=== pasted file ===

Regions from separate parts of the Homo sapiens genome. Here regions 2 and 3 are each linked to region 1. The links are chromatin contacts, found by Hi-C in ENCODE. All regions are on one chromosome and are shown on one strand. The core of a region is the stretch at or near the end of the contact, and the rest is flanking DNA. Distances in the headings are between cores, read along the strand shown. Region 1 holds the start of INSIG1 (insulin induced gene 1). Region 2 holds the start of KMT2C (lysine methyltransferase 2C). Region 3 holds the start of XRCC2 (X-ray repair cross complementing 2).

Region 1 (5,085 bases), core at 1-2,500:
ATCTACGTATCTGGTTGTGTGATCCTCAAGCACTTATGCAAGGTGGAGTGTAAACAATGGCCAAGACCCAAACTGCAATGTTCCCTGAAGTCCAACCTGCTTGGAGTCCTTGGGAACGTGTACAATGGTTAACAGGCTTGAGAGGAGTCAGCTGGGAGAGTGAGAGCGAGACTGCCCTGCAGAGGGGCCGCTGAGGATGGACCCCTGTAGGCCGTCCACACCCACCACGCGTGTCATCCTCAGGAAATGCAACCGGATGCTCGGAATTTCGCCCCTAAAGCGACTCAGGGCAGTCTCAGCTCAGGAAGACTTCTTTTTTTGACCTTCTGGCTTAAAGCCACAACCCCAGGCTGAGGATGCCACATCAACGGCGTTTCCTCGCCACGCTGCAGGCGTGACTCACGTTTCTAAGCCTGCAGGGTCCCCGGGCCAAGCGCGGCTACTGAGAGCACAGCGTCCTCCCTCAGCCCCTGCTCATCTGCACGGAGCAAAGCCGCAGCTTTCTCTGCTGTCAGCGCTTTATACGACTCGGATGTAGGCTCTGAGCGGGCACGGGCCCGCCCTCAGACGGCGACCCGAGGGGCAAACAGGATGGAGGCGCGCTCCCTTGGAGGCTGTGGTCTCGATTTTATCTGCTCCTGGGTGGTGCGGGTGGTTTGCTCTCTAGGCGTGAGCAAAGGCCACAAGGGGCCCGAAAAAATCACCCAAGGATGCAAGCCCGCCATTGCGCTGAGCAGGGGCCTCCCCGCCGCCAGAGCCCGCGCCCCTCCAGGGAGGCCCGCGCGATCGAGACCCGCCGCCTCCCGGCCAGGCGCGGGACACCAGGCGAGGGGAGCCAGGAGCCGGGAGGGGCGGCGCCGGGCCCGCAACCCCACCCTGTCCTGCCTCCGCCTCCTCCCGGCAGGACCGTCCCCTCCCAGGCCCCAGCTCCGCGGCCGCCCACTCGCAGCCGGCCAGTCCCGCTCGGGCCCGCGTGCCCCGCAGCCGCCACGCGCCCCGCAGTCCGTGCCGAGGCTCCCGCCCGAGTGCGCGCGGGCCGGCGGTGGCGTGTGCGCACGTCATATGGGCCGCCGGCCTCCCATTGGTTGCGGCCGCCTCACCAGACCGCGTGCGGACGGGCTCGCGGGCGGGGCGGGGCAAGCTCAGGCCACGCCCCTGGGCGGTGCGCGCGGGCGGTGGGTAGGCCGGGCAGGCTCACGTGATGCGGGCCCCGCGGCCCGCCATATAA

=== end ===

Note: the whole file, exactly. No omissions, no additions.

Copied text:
Regions from separate parts of the Homo sapiens genome. Here regions 2 and 3 are each linked to region 1. The links are chromatin contacts, found by Hi-C in ENCODE. All regions are on one chromosome and are shown on one strand. The core of a region is the stretch at or near the end of the contact, and the rest is flanking DNA. Distances in the headings are between cores, read along the strand shown. Region 1 holds the start of INSIG1 (insulin induced gene 1). Region 2 holds the start of KMT2C (lysine methyltransferase 2C). Region 3 holds the start of XRCC2 (X-ray repair cross complementing 2).

Region 1 (5,085 bases), core at 1-2,500:
ATCTACGTATCTGGTTGTGTGATCCTCAAGCACTTATGCAAGGTGGAGTGTAAACAATGGCCAAGACCCAAACTGCAATGTTCCCTGAAGTCCAACCTGCTTGGAGTCCTTGGGAACGTGTACAATGGTTAACAGGCTTGAGAGGAGTCAGCTGGGAGAGTGAGAGCGAGACTGCCCTGCAGAGGGGCCGCTGAGGATGGACCCCTGTAGGCCGTCCACACCCACCACGCGTGTCATCCTCAGGAAATGCAACCGGATGCTCGGAATTTCGCCCCTAAAGCGACTCAGGGCAGTCTCAGCTCAGGAAGACTTCTTTTTTTGACCTTCTGGCTTAAAGCCACAACCCCAGGCTGAGGATGCCACATCAACGGCGTTTCCTCGCCACGCTGCAGGCGTGACTCACGTTTCTAAGCCTGCAGGGTCCCCGGGCCAAGCGCGGCTACTGAGAGCACAGCGTCCTCCCTCAGCCCCTGCTCATCTGCACGGAGCAAAGCCGCAGCTTTCTCTGCTGTCAGCGCTTTATACGACTCGGATGTAGGCTCTGAGCGGGCACGGGCCCGCCCTCAGACGGCGACCCGAGGGGCAAACAGGATGGAGGCGCGCTCCCTTGGAGGCTGTGGTCTCGATTTTATCTGCTCCTGGGTGGTGCGGGTGGTTTGCTCTCTAGGCGTGAGCAAAGGCCACAAGGGGCCCGAAAAAATCACCCAAGGATGCAAGCCCGCCATTGCGCTGAGCAGGGGCCTCCCCGCCGCCAGAGCCCGCGCCCCTCCAGGGAGGCCCGCGCGATCGAGACCCGCCGCCTCCCGGCCAGGCGCGGGACACCAGGCGAGGGGAGCCAGGAGCCGGGAGGGGCGGCGCCGGGCCCGCAACCCCACCCTGTCCTGCCTCCGCCTCCTCCCGGCAGGACCGTCCCCTCCCAGGCCCCAGCTCCGCGGCCGCCCACTCGCAGCCGGCCAGTCCCGCTCGGGCCCGCGTGCCCCGCAGCCGCCACGCGCCCCGCAGTCCGTGCCGAGGCTCCCGCCCGAGTGCGCGCGGGCCGGCGGTGGCGTGTGCGCACGTCATATGGGCCGCCGGCCTCCCATTGGTTGCGGCCGCCTCACCAGACCGCGTGCGGACGGGCTCGCGGGCGGGGCGGGGCAAGCTCAGGCCACGCCCCTGGGCGGTGCGCGCGGGCGGTGGGTAGGCCGGGCAGGCTCACGTGATGCGGGCCCCGCGGCCCGCCATATAA